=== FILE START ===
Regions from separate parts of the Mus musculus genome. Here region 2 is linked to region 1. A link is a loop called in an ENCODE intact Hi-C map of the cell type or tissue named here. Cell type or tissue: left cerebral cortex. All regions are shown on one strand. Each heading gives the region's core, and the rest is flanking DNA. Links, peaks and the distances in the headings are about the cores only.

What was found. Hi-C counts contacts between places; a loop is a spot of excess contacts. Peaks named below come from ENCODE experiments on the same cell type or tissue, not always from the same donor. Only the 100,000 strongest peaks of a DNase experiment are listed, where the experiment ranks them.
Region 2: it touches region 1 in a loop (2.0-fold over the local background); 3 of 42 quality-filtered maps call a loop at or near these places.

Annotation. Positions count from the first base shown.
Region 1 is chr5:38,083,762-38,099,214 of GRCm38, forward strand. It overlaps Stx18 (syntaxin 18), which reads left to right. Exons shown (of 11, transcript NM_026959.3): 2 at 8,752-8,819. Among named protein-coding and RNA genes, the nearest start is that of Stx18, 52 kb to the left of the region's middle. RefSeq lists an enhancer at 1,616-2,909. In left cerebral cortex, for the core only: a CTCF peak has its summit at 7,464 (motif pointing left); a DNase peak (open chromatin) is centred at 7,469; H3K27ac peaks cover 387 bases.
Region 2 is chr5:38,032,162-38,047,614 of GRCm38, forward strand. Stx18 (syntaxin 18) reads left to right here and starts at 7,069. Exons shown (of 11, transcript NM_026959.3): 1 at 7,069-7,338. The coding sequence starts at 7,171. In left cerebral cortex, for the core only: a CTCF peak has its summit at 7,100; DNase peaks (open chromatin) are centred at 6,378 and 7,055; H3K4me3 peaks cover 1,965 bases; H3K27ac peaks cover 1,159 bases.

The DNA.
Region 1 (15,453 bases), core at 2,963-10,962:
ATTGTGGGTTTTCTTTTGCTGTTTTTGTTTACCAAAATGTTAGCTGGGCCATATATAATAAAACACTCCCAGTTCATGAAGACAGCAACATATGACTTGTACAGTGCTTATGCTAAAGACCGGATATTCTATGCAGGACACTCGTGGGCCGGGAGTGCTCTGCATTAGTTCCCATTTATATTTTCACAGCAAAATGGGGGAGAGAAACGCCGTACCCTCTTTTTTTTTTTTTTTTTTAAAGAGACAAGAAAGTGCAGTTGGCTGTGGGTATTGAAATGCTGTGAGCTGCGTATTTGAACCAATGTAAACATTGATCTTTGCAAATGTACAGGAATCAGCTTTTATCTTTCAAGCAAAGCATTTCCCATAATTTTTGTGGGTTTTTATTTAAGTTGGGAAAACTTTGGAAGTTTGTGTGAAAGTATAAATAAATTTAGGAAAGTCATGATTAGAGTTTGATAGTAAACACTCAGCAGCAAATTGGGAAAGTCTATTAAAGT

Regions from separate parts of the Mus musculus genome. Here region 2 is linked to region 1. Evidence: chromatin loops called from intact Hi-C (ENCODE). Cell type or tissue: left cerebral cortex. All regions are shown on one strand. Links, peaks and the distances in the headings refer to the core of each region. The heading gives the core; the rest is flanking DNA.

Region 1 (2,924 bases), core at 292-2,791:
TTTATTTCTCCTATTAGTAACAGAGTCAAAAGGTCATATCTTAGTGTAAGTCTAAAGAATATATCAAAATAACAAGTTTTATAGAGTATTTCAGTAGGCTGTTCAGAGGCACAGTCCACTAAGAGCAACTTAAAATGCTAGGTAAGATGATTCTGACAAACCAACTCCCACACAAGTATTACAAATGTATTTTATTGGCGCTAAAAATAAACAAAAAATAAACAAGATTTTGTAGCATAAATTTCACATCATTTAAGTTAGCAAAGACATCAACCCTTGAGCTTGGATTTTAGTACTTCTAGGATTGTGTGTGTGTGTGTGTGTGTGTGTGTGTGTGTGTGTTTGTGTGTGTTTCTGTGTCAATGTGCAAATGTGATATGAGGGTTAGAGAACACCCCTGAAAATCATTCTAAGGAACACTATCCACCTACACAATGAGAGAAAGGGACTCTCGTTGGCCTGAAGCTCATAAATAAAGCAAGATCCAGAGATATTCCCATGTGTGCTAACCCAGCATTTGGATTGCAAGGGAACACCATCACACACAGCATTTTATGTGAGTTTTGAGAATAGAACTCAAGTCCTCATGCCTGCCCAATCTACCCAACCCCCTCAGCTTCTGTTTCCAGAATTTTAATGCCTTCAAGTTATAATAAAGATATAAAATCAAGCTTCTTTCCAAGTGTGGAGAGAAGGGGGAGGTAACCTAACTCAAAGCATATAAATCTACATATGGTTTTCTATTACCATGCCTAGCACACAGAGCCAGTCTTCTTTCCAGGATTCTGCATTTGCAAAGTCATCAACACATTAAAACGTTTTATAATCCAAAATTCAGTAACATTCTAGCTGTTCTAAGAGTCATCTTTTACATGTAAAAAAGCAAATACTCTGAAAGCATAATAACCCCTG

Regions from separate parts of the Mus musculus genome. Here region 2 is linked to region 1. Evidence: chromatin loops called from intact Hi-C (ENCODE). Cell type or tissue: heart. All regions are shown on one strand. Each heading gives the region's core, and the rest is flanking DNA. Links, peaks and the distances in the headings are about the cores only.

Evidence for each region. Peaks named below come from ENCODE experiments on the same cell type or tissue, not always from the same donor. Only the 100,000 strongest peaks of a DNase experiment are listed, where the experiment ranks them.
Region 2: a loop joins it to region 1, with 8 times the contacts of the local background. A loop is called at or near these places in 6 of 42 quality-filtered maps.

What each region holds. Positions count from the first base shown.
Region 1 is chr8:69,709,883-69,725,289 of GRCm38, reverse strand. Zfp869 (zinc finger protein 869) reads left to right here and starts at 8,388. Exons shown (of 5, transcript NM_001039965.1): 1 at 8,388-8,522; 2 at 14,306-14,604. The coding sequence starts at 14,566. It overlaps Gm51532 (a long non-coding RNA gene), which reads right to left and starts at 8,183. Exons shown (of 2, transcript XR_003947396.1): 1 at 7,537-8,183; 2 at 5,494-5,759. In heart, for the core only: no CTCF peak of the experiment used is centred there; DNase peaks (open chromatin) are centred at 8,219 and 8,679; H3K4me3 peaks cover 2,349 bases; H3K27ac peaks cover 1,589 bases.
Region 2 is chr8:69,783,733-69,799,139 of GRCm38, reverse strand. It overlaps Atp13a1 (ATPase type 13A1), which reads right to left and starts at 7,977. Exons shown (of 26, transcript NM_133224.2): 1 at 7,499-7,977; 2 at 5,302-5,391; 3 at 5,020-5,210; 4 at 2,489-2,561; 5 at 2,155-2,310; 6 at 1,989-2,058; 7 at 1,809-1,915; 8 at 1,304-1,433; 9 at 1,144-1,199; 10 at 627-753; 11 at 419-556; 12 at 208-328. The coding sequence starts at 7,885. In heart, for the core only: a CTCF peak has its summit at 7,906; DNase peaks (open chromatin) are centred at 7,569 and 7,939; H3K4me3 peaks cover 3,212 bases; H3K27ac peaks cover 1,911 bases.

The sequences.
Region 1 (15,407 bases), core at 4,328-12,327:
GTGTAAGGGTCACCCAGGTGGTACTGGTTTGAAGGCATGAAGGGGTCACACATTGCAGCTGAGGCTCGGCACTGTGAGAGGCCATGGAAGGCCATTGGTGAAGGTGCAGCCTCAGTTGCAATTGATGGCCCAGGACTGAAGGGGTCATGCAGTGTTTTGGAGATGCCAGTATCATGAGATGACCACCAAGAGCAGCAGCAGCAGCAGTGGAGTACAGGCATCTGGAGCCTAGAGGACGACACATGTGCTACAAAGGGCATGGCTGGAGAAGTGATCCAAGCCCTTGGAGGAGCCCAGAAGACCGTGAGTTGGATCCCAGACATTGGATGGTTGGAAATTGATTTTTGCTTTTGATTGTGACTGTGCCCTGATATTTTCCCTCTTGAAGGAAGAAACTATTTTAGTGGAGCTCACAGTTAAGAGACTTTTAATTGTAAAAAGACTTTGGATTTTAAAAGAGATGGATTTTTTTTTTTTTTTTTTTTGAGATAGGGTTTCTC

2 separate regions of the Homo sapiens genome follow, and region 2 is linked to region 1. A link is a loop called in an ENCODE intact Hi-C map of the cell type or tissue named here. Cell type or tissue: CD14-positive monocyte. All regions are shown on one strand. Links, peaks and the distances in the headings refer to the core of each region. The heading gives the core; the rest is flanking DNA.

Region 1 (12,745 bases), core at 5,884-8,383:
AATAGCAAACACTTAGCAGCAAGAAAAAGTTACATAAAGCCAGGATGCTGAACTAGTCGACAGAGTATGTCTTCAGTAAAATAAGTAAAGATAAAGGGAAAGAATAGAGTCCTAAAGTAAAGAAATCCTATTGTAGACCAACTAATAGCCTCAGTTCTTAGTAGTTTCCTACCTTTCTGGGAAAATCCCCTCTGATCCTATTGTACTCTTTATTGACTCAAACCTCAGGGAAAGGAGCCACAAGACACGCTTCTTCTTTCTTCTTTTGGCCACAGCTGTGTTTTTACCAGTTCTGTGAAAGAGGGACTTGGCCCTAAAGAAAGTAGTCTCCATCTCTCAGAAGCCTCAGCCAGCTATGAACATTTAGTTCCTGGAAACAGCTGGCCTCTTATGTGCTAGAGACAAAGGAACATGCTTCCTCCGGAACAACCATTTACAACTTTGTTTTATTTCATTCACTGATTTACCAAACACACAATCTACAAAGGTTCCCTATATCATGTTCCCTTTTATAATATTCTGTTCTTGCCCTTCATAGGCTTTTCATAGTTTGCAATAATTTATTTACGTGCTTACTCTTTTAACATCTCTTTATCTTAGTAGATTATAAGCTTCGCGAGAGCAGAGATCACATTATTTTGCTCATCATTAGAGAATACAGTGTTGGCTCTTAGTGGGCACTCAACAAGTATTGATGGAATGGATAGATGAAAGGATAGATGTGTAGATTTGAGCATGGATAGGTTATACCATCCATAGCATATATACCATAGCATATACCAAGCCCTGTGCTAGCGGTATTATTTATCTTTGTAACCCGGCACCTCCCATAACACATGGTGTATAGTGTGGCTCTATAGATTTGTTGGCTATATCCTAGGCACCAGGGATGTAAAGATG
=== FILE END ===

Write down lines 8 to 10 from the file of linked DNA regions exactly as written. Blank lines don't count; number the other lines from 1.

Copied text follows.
Region 1 (15,453 bases), core at 2,963-10,962:
ATTGTGGGTTTTCTTTTGCTGTTTTTGTTTACCAAAATGTTAGCTGGGCCATATATAATAAAACACTCCCAGTTCATGAAGACAGCAACATATGACTTGTACAGTGCTTATGCTAAAGACCGGATATTCTATGCAGGACACTCGTGGGCCGGGAGTGCTCTGCATTAGTTCCCATTTATATTTTCACAGCAAAATGGGGGAGAGAAACGCCGTACCCTCTTTTTTTTTTTTTTTTTTAAAGAGACAAGAAAGTGCAGTTGGCTGTGGGTATTGAAATGCTGTGAGCTGCGTATTTGAACCAATGTAAACATTGATCTTTGCAAATGTACAGGAATCAGCTTTTATCTTTCAAGCAAAGCATTTCCCATAATTTTTGTGGGTTTTTATTTAAGTTGGGAAAACTTTGGAAGTTTGTGTGAAAGTATAAATAAATTTAGGAAAGTCATGATTAGAGTTTGATAGTAAACACTCAGCAGCAAATTGGGAAAGTCTATTAAAGT

Regions from separate parts of the Mus musculus genome. Here region 2 is linked to region 1. Evidence: chromatin loops called from intact Hi-C (ENCODE). Cell type or tissue: left cerebral cortex. All regions are shown on one strand. Links, peaks and the distances in the headings refer to the core of each region. The heading gives the core; the rest is flanking DNA.